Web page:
Friday, 27 March 2009

Part 3.........

Carter sets out to explore the idea of metamorphosis through using the patriarchal orientated traditional fairy tale. She uses Gothic themes of violence, horror, eroticism, injustice, doubling and ureason to dramatise her sense of world paradigms breaking down. The themes in her work reveal her intense fascination with the Freudian unconscious . Carter may have re-imagined the fairy tale, but her work is not just an exercise of imagination; her work is political and is not confined only to feminine politics but reflects psycho social concerns, in particular does it reproduce a `psychological` ideology in which the will of the individual is subordinated to family and society.

The first fairy tale I have chosen is the WEREWOLF. This story represents the nightmare of a Doppelganger encounter and exposes the moral insanity of a community. The tale is a brilliant example of how narrative can be utilised both as a device to entertain and to elecit a prescribed psychological response from the reader, and further subvert the grand narrative of history.

Carter`s visit to the old tale of Red Riding Hood begins with the establishment of repetition through the repetition of the word `cold`. It is a northern country, they have cold hearts, cold hands and cold weather. Through the use of this narrative device she introduced the idea that the variety of experience to be encountered in this type of environment is reduced to a kind of serial repetition, subtly conveying at the same time a sense of affirmation of the eternal return of the same

Her story is focused on a time-locked community where devils and vampires still hold sway. This evokes an image of a community which is resistant to development. furthering the idea of stagnation which was provoked by the use of repetition. She has used this device for pointing out the mental rigidity of characters caught in an inescapable predicament. It also serves to point out how the ideology of the past is contained in the present. In particular it reflects womens relational position through time to patriarchal idelogy.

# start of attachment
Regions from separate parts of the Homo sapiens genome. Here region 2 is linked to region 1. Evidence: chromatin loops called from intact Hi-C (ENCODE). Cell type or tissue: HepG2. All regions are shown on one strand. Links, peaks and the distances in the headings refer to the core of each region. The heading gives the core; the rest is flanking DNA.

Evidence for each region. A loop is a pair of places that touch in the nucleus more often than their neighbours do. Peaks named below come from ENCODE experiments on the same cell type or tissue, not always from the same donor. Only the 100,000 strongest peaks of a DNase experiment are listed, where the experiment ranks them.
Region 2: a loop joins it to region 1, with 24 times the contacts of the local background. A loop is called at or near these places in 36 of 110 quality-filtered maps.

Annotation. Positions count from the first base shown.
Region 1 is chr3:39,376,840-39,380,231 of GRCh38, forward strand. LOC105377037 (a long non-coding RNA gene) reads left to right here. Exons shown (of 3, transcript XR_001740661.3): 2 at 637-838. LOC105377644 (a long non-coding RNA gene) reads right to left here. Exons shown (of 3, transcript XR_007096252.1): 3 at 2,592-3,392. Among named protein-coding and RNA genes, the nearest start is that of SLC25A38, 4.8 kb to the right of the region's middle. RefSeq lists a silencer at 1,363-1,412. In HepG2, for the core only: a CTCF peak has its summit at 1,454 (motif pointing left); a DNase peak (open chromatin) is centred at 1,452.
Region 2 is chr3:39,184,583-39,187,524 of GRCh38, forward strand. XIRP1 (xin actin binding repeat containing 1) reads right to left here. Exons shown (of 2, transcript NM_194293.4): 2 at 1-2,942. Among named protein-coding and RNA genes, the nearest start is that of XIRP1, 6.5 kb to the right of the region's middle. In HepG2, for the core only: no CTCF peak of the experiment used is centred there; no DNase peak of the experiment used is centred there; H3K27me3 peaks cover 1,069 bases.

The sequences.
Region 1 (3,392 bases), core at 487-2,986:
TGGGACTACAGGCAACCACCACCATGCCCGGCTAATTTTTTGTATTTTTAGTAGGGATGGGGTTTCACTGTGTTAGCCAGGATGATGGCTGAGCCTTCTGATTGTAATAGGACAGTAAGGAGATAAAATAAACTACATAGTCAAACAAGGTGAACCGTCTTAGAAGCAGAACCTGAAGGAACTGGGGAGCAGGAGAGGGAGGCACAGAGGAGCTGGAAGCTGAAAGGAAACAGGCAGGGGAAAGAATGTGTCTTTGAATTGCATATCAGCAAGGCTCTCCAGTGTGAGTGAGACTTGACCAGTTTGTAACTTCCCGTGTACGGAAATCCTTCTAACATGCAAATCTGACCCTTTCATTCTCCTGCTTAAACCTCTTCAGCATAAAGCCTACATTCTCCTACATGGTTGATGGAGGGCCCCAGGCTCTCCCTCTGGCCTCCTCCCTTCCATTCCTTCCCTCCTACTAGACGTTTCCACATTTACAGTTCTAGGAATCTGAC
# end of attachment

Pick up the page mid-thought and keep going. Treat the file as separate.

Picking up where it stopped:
The use of repetition also gives us the readers a sense of security as we enter Carter`s fictional world. But it is a fragile security, as it is a security engendered only to expose our present understanding of the nature of reality to radical challenge. This kind of cosy familiarity is further extended through Carter`s narrative reportive voice laying special emphasis on the image of a `good` child. We note the word `good` is used in relation to the child`s doing as her mother bids her, bringing in the idea of goodness as conditional on obeying an external imperative. This brings into focus not only the question of an `objective` good, but reflects the stories of many innocent people who give of their life force in the hope of winning love and approval, by obeying the dictates of an `other`.
The cost of disobedience to the child could be the cost of her life because of the dangerous animals to be found in the wood. But this is no ordinary child, as we soon find out when the text of Carters tale violates the known and familiar and the authority of the original story teller by turning the ideology which was embedded in the original tale of Red Riding Hood of an innocent and good child on its head.

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